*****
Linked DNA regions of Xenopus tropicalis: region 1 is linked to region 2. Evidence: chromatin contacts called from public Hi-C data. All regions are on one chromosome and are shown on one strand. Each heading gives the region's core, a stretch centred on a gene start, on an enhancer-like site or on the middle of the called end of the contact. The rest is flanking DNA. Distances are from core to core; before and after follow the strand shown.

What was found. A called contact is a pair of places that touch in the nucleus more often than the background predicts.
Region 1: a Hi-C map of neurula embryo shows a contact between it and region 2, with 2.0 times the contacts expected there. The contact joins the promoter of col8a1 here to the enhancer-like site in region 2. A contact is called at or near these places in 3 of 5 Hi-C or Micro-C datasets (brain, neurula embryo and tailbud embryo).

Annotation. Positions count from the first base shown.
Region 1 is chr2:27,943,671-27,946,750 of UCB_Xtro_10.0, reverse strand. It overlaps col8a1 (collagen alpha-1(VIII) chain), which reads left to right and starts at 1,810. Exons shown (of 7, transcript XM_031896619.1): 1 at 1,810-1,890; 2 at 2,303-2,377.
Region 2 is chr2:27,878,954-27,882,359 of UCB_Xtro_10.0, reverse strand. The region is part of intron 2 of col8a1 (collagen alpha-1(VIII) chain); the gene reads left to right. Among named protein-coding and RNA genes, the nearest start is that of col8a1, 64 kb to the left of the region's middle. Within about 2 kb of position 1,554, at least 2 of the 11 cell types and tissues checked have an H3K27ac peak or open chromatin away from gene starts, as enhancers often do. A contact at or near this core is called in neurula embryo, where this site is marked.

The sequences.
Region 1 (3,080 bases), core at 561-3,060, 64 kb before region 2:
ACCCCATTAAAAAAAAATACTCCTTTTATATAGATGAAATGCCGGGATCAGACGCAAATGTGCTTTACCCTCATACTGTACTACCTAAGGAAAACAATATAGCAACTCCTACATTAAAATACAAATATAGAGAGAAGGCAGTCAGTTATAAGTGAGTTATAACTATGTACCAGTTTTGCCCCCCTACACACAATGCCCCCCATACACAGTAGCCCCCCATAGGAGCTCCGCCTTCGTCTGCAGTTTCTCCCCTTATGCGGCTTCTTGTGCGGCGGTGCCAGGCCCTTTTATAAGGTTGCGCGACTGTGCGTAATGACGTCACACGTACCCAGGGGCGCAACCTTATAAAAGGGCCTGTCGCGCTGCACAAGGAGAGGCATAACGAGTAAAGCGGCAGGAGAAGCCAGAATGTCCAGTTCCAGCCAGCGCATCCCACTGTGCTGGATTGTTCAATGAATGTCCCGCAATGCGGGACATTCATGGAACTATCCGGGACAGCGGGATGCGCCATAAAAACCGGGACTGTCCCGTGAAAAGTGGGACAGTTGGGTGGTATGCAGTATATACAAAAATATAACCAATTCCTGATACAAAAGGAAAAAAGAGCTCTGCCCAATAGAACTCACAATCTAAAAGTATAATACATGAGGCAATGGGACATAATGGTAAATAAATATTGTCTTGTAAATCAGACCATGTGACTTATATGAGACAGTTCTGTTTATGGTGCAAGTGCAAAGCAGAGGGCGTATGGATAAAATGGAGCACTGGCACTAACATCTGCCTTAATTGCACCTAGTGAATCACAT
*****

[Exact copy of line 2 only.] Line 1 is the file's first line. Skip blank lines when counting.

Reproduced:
What was found. A called contact is a pair of places that touch in the nucleus more often than the background predicts.